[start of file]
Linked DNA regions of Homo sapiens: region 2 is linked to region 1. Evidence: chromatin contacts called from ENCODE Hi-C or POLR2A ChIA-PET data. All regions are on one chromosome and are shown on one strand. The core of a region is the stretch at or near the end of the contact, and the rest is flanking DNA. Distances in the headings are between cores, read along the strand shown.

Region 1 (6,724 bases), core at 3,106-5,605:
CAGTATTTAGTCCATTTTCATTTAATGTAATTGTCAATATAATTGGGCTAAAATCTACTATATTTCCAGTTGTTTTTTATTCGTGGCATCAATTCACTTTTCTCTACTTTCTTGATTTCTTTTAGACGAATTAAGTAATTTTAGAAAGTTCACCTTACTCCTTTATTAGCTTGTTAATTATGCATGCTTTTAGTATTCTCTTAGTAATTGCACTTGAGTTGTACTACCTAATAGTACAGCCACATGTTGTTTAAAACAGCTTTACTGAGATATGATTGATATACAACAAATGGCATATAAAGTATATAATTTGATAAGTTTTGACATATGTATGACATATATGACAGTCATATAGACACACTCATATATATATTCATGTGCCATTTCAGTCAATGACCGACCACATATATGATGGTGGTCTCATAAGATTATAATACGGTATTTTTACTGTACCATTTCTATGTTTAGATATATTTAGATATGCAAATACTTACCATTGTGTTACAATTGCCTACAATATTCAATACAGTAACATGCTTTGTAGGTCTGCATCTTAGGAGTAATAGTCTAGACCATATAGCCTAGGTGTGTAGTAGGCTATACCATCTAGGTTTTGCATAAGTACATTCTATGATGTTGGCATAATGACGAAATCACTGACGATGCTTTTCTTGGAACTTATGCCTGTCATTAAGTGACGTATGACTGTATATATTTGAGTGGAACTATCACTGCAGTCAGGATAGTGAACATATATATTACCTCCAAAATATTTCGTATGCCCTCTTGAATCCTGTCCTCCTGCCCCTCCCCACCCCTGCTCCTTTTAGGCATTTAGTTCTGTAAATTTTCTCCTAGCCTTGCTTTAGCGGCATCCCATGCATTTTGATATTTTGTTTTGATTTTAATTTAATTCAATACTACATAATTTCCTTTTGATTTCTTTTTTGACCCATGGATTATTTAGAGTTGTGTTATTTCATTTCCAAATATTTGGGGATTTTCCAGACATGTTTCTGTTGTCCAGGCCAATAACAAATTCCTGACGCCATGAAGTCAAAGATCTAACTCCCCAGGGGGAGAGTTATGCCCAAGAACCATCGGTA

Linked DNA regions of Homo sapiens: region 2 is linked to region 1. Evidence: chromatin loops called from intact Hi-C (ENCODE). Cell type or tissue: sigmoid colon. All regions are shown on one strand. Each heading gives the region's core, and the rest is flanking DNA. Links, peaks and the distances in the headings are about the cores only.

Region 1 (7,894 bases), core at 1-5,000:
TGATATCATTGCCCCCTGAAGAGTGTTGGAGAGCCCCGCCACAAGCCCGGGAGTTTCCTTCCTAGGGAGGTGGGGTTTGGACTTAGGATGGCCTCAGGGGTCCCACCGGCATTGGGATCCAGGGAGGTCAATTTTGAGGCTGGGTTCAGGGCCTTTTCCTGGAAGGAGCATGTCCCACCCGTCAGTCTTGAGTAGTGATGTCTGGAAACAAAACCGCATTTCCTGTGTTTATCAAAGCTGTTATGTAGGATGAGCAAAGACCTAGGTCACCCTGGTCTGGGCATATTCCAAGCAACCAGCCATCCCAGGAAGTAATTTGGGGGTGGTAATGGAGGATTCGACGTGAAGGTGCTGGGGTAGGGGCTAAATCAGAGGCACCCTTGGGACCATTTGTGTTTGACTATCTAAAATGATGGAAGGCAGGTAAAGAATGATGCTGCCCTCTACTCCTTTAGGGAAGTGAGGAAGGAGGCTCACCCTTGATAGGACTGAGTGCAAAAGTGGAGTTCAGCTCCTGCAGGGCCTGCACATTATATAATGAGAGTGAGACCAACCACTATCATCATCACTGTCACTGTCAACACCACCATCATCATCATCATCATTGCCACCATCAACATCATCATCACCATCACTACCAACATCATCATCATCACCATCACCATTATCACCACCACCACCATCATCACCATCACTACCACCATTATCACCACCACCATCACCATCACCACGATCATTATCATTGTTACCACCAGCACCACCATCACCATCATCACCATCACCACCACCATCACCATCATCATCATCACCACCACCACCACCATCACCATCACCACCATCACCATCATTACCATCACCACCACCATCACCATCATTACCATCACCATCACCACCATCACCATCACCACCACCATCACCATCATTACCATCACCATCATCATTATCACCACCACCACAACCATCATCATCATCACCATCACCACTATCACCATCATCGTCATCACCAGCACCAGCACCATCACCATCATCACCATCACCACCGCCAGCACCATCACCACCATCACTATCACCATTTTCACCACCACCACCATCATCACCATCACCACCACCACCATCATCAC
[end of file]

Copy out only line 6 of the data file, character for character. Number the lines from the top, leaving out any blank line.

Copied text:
TGATATCATTGCCCCCTGAAGAGTGTTGGAGAGCCCCGCCACAAGCCCGGGAGTTTCCTTCCTAGGGAGGTGGGGTTTGGACTTAGGATGGCCTCAGGGGTCCCACCGGCATTGGGATCCAGGGAGGTCAATTTTGAGGCTGGGTTCAGGGCCTTTTCCTGGAAGGAGCATGTCCCACCCGTCAGTCTTGAGTAGTGATGTCTGGAAACAAAACCGCATTTCCTGTGTTTATCAAAGCTGTTATGTAGGATGAGCAAAGACCTAGGTCACCCTGGTCTGGGCATATTCCAAGCAACCAGCCATCCCAGGAAGTAATTTGGGGGTGGTAATGGAGGATTCGACGTGAAGGTGCTGGGGTAGGGGCTAAATCAGAGGCACCCTTGGGACCATTTGTGTTTGACTATCTAAAATGATGGAAGGCAGGTAAAGAATGATGCTGCCCTCTACTCCTTTAGGGAAGTGAGGAAGGAGGCTCACCCTTGATAGGACTGAGTGCAAAAGTGGAGTTCAGCTCCTGCAGGGCCTGCACATTATATAATGAGAGTGAGACCAACCACTATCATCATCACTGTCACTGTCAACACCACCATCATCATCATCATCATTGCCACCATCAACATCATCATCACCATCACTACCAACATCATCATCATCACCATCACCATTATCACCACCACCACCATCATCACCATCACTACCACCATTATCACCACCACCATCACCATCACCACGATCATTATCATTGTTACCACCAGCACCACCATCACCATCATCACCATCACCACCACCATCACCATCATCATCATCACCACCACCACCACCATCACCATCACCACCATCACCATCATTACCATCACCACCACCATCACCATCATTACCATCACCATCACCACCATCACCATCACCACCACCATCACCATCATTACCATCACCATCATCATTATCACCACCACCACAACCATCATCATCATCACCATCACCACTATCACCATCATCGTCATCACCAGCACCAGCACCATCACCATCATCACCATCACCACCGCCAGCACCATCACCACCATCACTATCACCATTTTCACCACCACCACCATCATCACCATCACCACCACCACCATCATCAC